2. Upon documenting and preserving evidence of all extraordinary circumstances deemed by the OEEO to warrant disclosure of the statement(s), the OEEO will promptly, and in writing, notify the complainant and any affected witness(es) that the disclosure has or will be made and the reasons justifying the disclosure.
3. MD-110, Chapter 1, § III provides that an agency's EEO program should ensure that the agency's EEO director is able to act with the greatest degree of independence. To that end, the OEEO shall exercise its sole and independent discretion and determine whether to grant requests made by management or Special Counsel for the disclosure of complainants' or complainant witnesses' statements after all management witnesses have preserved their testimony or position(s) on the matters under investigation. If OEEO grants the request for production, then the OEEO will promptly, and in writing, notify the complainant and any affected witness(es) that the disclosure has or will be made and the reasons justifying the disclosure.
4. If a disclosure of statements is made in accordance with Section (1)(f)(3) above, and if management or Special Counsel, thereafter, seeks to [ v62 p405 ] submit evidence from new witnesses covering any subjects contained in the disclosed statements, then the OEEO shall exercise sole discretion to determine whether it will either accept or reject the new evidence. If new evidence is accepted pursuant to this section, then OEEO will grant the complainant a sufficient opportunity to fully review the new evidence and to provide a response thereto.
5. If the OEEO discloses complainants' or complainant witnesses' statements to management or Special Counsel, then the OEEO will also, in writing, grant the complainant a reasonable opportunity to review management's statement(s) and to submit a response thereto, which may be in the form of a supplemental statement. The provisions of Section (1)(f)(2) above apply to management or Special Counsel's request for OEEO to disclose complainants' response to management statements.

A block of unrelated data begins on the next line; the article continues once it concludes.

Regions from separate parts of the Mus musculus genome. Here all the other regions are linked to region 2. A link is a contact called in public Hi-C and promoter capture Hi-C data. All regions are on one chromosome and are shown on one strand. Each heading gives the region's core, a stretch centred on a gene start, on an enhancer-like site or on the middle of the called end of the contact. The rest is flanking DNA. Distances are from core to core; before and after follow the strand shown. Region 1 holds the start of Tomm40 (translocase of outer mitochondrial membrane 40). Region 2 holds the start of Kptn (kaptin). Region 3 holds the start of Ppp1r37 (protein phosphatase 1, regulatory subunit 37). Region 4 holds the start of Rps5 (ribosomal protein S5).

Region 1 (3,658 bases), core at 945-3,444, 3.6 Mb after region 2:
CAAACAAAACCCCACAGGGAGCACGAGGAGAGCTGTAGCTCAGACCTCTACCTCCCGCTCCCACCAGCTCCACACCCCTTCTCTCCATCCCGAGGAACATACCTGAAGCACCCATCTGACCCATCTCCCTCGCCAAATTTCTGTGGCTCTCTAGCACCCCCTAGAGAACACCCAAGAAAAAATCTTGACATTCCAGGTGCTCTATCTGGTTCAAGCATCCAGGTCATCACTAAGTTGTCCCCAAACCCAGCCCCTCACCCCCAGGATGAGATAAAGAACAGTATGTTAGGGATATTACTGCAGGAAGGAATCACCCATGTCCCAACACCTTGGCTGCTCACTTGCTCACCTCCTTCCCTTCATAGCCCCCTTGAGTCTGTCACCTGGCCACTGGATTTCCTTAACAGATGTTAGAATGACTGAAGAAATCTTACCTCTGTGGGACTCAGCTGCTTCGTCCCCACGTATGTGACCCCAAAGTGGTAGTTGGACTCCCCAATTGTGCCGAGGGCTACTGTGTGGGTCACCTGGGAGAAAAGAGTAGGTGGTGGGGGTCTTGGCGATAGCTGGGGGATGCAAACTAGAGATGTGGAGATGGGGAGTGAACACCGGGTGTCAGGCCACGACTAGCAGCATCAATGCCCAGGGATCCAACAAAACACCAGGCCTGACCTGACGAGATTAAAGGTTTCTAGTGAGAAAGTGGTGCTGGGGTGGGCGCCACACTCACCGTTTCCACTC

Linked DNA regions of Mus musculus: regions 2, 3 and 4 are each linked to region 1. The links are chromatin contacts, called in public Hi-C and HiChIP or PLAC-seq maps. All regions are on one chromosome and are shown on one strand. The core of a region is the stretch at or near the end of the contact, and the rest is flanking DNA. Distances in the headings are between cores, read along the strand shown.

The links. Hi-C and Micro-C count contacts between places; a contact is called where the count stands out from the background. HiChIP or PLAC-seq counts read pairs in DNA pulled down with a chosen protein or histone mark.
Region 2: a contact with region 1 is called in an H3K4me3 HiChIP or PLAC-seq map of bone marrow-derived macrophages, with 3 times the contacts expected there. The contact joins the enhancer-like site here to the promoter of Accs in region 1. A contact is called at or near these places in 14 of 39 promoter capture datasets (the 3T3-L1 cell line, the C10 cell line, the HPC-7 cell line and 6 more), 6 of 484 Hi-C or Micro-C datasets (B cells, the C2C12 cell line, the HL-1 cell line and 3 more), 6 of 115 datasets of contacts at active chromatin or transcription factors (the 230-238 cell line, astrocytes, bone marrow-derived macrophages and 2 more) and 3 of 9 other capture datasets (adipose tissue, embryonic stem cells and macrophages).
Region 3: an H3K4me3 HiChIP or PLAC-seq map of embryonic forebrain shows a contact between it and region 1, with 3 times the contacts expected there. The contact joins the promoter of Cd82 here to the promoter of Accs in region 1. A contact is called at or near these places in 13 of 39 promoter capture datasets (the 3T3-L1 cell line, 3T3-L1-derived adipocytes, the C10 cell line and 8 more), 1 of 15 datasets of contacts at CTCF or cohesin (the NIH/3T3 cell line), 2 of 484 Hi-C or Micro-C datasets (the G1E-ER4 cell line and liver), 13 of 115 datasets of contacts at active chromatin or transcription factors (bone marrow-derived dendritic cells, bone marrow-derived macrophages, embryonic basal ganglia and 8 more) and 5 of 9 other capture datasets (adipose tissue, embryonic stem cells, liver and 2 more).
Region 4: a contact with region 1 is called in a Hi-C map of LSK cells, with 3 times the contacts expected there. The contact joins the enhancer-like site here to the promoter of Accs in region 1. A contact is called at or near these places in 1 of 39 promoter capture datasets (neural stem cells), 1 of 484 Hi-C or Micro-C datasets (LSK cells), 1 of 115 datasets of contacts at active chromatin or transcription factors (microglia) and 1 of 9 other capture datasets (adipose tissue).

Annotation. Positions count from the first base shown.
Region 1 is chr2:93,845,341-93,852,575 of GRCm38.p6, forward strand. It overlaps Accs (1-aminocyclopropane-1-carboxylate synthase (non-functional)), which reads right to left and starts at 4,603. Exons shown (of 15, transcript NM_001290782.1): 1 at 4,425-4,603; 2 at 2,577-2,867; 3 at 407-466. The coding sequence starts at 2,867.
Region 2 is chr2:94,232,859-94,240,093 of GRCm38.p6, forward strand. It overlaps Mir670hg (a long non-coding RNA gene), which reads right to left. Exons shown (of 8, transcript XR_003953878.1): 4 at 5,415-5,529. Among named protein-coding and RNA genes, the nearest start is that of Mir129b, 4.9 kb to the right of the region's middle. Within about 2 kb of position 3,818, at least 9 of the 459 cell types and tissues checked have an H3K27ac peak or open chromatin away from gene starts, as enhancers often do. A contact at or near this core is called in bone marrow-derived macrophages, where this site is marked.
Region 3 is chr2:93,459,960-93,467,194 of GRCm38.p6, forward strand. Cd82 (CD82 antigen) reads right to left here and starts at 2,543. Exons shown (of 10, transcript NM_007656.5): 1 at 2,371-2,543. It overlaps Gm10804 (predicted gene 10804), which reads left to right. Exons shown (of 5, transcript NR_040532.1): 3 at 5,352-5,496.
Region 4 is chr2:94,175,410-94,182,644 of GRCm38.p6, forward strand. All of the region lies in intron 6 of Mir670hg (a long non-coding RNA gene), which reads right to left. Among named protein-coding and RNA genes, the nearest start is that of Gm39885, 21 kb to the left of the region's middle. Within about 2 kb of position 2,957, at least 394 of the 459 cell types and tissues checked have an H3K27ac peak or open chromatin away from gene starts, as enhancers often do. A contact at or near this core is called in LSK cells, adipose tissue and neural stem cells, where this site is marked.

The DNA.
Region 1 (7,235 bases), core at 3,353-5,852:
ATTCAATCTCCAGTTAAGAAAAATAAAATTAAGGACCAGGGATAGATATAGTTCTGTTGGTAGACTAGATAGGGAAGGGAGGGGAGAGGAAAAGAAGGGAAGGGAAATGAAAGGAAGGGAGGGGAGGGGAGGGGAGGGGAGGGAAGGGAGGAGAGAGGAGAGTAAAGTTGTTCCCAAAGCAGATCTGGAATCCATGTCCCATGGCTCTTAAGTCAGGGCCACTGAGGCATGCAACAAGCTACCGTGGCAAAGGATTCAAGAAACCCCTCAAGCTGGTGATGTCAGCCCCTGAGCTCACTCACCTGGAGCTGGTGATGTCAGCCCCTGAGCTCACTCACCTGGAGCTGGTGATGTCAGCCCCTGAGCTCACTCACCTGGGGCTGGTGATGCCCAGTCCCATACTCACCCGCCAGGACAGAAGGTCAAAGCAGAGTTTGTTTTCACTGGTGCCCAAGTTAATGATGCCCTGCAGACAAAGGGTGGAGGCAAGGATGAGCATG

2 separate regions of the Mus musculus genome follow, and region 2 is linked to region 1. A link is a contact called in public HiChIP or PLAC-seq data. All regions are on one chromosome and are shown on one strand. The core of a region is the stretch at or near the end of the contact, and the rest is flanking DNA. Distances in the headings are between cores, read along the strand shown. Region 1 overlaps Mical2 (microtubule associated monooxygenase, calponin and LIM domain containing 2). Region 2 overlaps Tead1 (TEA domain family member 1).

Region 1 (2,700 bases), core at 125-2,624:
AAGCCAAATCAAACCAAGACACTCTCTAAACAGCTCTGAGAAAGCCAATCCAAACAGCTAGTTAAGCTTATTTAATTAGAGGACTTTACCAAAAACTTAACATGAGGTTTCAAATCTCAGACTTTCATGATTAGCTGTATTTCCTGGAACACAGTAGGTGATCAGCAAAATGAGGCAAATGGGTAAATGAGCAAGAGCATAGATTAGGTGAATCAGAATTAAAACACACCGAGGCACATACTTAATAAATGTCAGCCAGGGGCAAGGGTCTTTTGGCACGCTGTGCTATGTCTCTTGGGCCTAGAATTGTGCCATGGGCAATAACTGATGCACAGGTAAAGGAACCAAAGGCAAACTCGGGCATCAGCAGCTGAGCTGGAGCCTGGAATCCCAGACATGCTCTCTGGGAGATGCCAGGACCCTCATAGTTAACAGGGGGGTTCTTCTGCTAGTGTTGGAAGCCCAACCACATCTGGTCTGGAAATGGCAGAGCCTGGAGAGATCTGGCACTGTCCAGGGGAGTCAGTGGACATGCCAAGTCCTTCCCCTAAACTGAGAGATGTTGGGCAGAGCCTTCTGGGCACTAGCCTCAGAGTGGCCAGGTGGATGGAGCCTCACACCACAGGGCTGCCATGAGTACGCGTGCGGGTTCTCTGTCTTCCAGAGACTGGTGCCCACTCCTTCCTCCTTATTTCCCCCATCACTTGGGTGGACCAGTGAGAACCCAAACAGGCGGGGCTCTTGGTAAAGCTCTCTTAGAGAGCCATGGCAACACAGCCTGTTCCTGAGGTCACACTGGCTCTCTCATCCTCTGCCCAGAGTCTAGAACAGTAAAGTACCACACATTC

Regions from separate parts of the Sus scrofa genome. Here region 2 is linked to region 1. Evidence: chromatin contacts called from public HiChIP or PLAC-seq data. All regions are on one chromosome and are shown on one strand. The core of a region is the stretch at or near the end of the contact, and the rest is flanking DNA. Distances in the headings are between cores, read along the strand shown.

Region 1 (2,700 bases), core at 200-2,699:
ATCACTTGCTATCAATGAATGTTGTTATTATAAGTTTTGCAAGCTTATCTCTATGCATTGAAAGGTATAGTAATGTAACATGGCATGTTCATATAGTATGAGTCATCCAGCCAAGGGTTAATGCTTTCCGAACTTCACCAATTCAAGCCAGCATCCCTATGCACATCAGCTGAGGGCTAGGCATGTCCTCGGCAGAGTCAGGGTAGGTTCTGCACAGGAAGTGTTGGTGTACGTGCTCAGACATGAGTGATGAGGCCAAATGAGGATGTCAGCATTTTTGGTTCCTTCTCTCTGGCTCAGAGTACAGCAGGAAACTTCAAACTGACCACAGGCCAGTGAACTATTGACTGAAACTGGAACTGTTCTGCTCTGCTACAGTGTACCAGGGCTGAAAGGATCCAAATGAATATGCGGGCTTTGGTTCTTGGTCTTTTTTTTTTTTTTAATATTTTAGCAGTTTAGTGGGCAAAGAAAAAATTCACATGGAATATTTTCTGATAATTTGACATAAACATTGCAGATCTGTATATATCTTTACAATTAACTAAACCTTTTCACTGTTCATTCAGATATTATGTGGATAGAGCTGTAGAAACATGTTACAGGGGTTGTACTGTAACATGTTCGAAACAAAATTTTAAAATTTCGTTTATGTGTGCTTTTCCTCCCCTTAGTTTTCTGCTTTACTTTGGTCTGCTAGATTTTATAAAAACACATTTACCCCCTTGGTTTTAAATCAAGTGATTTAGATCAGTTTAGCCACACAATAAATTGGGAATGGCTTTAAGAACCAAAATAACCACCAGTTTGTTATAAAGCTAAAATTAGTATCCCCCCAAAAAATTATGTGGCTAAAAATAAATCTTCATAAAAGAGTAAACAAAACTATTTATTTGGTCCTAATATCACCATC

6. MD-110, Chapter 1, § III provides that an agency's EEO program should ensure that the agency's EEO director is able to act with the greatest degree of independence. To that end, the OEEO shall exercise its sole and independent discretion to grant any management or Special Counsel request for the production of complainants' or complainants [sic] witnesses' statements, where the request is in connection with a scheduled court or formal administrative proceeding in which the Agency or manager requesting the statements is a party, party representative, or if disclosure is otherwise required by law.
7. The OEEO shall expedite the investigation of any formal complaint, which alleges that the complainant was subjected to retaliation by a management official because the official reviewed or was made aware of the contents of a complainant's statement presented to the investigator.
Role of Special Counsel in the Investigation